“Even though I’m married, the nature of this job requires you to be alone most of the time. I’ve also lived a very independent life, and most of the things I do for myself are for me and by myself,” she said. “I don’t have a close relationship with my dad, so going through this healing journey for Liv has been very therapeutic for me.”
Luckily for Barrera, and unlike Liv, she’s happy with where her choices have gotten her, because they’ve made her a “less valuable” actress.
“This difficult and intense experience forced me to stretch in ways I don’t normally do, and it changed me both as an artist and as a person outside of work,” she said. “The Melissa that I was going into ‘Keep Breathing’ and the Melissa that left after those three months were very different, and I’m a stronger woman because of it.”
The thematic power of women is a common thread woven throughout Barrera’s work. When taking on a new role, she said she fleshes out the crevices of her character’s inner life, making sure the character doesn’t become flat or archetypal, adding that she likes to come up with “specific details like her birthday or if she would. eat a certain snack that somehow translates to the screen.
With each new project, the multifaceted artist said, she checked herself in and reassessed her next steps.
“I achieved a lot of goals, I had looping moments,” she said, explaining that the first Broadway show she saw was “In the Heights” — and that she later starred in the film adaptation.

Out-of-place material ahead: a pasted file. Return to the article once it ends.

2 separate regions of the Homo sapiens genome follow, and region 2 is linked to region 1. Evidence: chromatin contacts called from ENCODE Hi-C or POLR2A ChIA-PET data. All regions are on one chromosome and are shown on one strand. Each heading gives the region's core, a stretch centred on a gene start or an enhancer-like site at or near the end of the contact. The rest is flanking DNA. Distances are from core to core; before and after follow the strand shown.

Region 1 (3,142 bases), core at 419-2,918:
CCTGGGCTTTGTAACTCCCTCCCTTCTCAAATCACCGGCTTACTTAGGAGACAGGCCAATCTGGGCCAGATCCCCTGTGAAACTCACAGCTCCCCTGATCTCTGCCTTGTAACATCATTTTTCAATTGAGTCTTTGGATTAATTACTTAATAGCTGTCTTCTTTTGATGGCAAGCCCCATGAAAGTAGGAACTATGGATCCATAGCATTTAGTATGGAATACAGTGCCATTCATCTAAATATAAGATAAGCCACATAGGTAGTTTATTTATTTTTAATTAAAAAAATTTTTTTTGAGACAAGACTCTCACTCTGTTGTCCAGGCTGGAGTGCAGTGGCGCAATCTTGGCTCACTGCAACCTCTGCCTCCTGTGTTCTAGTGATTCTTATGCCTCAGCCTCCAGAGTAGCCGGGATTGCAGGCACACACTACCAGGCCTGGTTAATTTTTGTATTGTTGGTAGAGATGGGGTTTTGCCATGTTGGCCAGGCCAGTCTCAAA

But she is clear that she wants, in her words, to do more.
“I want to do a bit of everything, like Catherine Zeta-Jones or Hugh Jackman,” Barrera said. “I know it will be harder because I’m not white, but I know I can do it.”
It’s that confidence that has helped Barrera convince casting directors, brand executives and any skeptics that she can play roles as varied as Liv or Lyn in ‘Vida’ – and become one of the global ambassadors. from make-up giant Clinique.
Barrera said her family and closest friends encouraged her to “go for it” despite the fear of setbacks.
“Every person you’ve come in contact with in your life has made you who you are, let them see the totality of what you can do or be,” she said. “We also see that clearly in Liv, as it all comes together when she regains her strength and doesn’t wait for death and becomes the best, strongest version of herself.” She paused and added, “It shows that you need to be confident in yourself and your choices.”
She finds comfort in thinking about the days when she dreamed of where she is now, saying it ultimately comes down to one thing: “because you believe in yourself.”
Therein lies the thrill of Barrera’s craft: making his art ignites his imagination, launches much-needed discourse, and hopefully inspires cultural change, not just around casting, but what it means to connect. , cry, strengthen your resolve and be alive.
“‘Keep Breathing’ isn’t just about tragedy and skewed family relationships,” Barrera said. Instead, it’s about “strength, empowerment, and ultimately healing.”